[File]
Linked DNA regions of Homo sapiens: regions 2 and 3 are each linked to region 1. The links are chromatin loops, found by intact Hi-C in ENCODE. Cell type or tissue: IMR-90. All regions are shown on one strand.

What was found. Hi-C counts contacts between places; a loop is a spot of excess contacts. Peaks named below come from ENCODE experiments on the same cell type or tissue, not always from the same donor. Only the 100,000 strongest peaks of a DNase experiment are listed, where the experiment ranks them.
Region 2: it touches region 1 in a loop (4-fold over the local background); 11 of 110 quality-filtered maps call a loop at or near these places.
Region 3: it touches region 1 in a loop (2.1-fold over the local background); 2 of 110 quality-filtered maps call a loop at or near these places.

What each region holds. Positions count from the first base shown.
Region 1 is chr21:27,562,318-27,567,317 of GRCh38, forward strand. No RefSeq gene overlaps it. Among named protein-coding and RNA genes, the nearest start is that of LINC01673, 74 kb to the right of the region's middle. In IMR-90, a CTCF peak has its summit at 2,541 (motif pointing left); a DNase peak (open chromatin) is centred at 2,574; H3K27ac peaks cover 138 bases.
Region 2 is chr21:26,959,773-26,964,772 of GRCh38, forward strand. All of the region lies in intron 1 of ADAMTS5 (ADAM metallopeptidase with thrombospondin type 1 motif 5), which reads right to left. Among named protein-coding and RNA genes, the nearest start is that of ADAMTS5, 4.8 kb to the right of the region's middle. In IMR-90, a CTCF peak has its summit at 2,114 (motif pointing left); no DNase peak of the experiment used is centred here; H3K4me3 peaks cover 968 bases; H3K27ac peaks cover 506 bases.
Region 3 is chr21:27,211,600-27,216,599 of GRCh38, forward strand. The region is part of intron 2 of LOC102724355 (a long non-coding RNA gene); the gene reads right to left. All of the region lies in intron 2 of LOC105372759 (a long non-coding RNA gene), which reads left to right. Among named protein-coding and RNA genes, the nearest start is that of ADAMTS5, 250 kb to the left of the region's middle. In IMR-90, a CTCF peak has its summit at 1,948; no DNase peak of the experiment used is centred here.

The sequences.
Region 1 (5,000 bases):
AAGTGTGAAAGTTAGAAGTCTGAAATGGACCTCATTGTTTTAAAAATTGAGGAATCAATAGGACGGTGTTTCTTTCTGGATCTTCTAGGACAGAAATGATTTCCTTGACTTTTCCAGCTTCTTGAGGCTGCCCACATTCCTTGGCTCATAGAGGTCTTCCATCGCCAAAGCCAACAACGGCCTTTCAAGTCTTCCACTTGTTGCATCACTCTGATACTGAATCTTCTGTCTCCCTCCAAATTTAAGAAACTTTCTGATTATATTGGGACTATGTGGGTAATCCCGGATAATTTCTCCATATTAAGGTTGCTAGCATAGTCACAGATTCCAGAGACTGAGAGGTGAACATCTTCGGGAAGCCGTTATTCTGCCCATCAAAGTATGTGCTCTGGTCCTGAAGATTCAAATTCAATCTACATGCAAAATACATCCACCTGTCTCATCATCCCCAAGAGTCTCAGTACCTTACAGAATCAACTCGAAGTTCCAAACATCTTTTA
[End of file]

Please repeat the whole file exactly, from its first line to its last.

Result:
Linked DNA regions of Homo sapiens: regions 2 and 3 are each linked to region 1. The links are chromatin loops, found by intact Hi-C in ENCODE. Cell type or tissue: IMR-90. All regions are shown on one strand.

What was found. Hi-C counts contacts between places; a loop is a spot of excess contacts. Peaks named below come from ENCODE experiments on the same cell type or tissue, not always from the same donor. Only the 100,000 strongest peaks of a DNase experiment are listed, where the experiment ranks them.
Region 2: it touches region 1 in a loop (4-fold over the local background); 11 of 110 quality-filtered maps call a loop at or near these places.
Region 3: it touches region 1 in a loop (2.1-fold over the local background); 2 of 110 quality-filtered maps call a loop at or near these places.

What each region holds. Positions count from the first base shown.
Region 1 is chr21:27,562,318-27,567,317 of GRCh38, forward strand. No RefSeq gene overlaps it. Among named protein-coding and RNA genes, the nearest start is that of LINC01673, 74 kb to the right of the region's middle. In IMR-90, a CTCF peak has its summit at 2,541 (motif pointing left); a DNase peak (open chromatin) is centred at 2,574; H3K27ac peaks cover 138 bases.
Region 2 is chr21:26,959,773-26,964,772 of GRCh38, forward strand. All of the region lies in intron 1 of ADAMTS5 (ADAM metallopeptidase with thrombospondin type 1 motif 5), which reads right to left. Among named protein-coding and RNA genes, the nearest start is that of ADAMTS5, 4.8 kb to the right of the region's middle. In IMR-90, a CTCF peak has its summit at 2,114 (motif pointing left); no DNase peak of the experiment used is centred here; H3K4me3 peaks cover 968 bases; H3K27ac peaks cover 506 bases.
Region 3 is chr21:27,211,600-27,216,599 of GRCh38, forward strand. The region is part of intron 2 of LOC102724355 (a long non-coding RNA gene); the gene reads right to left. All of the region lies in intron 2 of LOC105372759 (a long non-coding RNA gene), which reads left to right. Among named protein-coding and RNA genes, the nearest start is that of ADAMTS5, 250 kb to the left of the region's middle. In IMR-90, a CTCF peak has its summit at 1,948; no DNase peak of the experiment used is centred here.

The sequences.
Region 1 (5,000 bases):
AAGTGTGAAAGTTAGAAGTCTGAAATGGACCTCATTGTTTTAAAAATTGAGGAATCAATAGGACGGTGTTTCTTTCTGGATCTTCTAGGACAGAAATGATTTCCTTGACTTTTCCAGCTTCTTGAGGCTGCCCACATTCCTTGGCTCATAGAGGTCTTCCATCGCCAAAGCCAACAACGGCCTTTCAAGTCTTCCACTTGTTGCATCACTCTGATACTGAATCTTCTGTCTCCCTCCAAATTTAAGAAACTTTCTGATTATATTGGGACTATGTGGGTAATCCCGGATAATTTCTCCATATTAAGGTTGCTAGCATAGTCACAGATTCCAGAGACTGAGAGGTGAACATCTTCGGGAAGCCGTTATTCTGCCCATCAAAGTATGTGCTCTGGTCCTGAAGATTCAAATTCAATCTACATGCAAAATACATCCACCTGTCTCATCATCCCCAAGAGTCTCAGTACCTTACAGAATCAACTCGAAGTTCCAAACATCTTTTA